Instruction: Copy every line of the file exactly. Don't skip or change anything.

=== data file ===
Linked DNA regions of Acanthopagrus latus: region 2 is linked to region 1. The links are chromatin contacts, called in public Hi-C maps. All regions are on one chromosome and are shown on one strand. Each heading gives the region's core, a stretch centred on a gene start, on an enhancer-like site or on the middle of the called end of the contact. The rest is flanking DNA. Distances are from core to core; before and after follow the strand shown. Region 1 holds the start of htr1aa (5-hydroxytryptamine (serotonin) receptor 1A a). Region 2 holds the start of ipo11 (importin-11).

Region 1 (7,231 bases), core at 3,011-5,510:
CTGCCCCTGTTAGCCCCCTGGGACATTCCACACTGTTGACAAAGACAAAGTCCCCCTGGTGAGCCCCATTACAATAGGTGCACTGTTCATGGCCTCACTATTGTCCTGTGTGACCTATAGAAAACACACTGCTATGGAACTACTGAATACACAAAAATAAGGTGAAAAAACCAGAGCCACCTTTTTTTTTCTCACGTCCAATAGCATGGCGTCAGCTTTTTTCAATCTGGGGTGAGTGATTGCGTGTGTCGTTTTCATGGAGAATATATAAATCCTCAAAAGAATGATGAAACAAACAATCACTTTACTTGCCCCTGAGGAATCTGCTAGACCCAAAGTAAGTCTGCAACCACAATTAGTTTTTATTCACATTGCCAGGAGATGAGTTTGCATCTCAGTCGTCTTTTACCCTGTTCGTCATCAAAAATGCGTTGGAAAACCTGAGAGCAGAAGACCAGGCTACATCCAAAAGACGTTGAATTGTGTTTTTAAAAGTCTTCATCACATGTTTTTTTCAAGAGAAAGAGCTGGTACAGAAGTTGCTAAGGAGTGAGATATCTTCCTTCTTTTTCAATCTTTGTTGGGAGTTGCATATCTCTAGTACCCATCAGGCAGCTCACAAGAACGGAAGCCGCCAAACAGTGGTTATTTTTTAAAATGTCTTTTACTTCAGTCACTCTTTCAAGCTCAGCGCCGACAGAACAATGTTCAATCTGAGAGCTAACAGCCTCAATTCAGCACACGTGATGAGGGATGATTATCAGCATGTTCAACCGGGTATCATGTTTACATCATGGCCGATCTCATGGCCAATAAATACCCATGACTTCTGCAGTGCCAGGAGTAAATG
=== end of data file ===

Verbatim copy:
Linked DNA regions of Acanthopagrus latus: region 2 is linked to region 1. The links are chromatin contacts, called in public Hi-C maps. All regions are on one chromosome and are shown on one strand. Each heading gives the region's core, a stretch centred on a gene start, on an enhancer-like site or on the middle of the called end of the contact. The rest is flanking DNA. Distances are from core to core; before and after follow the strand shown. Region 1 holds the start of htr1aa (5-hydroxytryptamine (serotonin) receptor 1A a). Region 2 holds the start of ipo11 (importin-11).

Region 1 (7,231 bases), core at 3,011-5,510:
CTGCCCCTGTTAGCCCCCTGGGACATTCCACACTGTTGACAAAGACAAAGTCCCCCTGGTGAGCCCCATTACAATAGGTGCACTGTTCATGGCCTCACTATTGTCCTGTGTGACCTATAGAAAACACACTGCTATGGAACTACTGAATACACAAAAATAAGGTGAAAAAACCAGAGCCACCTTTTTTTTTCTCACGTCCAATAGCATGGCGTCAGCTTTTTTCAATCTGGGGTGAGTGATTGCGTGTGTCGTTTTCATGGAGAATATATAAATCCTCAAAAGAATGATGAAACAAACAATCACTTTACTTGCCCCTGAGGAATCTGCTAGACCCAAAGTAAGTCTGCAACCACAATTAGTTTTTATTCACATTGCCAGGAGATGAGTTTGCATCTCAGTCGTCTTTTACCCTGTTCGTCATCAAAAATGCGTTGGAAAACCTGAGAGCAGAAGACCAGGCTACATCCAAAAGACGTTGAATTGTGTTTTTAAAAGTCTTCATCACATGTTTTTTTCAAGAGAAAGAGCTGGTACAGAAGTTGCTAAGGAGTGAGATATCTTCCTTCTTTTTCAATCTTTGTTGGGAGTTGCATATCTCTAGTACCCATCAGGCAGCTCACAAGAACGGAAGCCGCCAAACAGTGGTTATTTTTTAAAATGTCTTTTACTTCAGTCACTCTTTCAAGCTCAGCGCCGACAGAACAATGTTCAATCTGAGAGCTAACAGCCTCAATTCAGCACACGTGATGAGGGATGATTATCAGCATGTTCAACCGGGTATCATGTTTACATCATGGCCGATCTCATGGCCAATAAATACCCATGACTTCTGCAGTGCCAGGAGTAAATG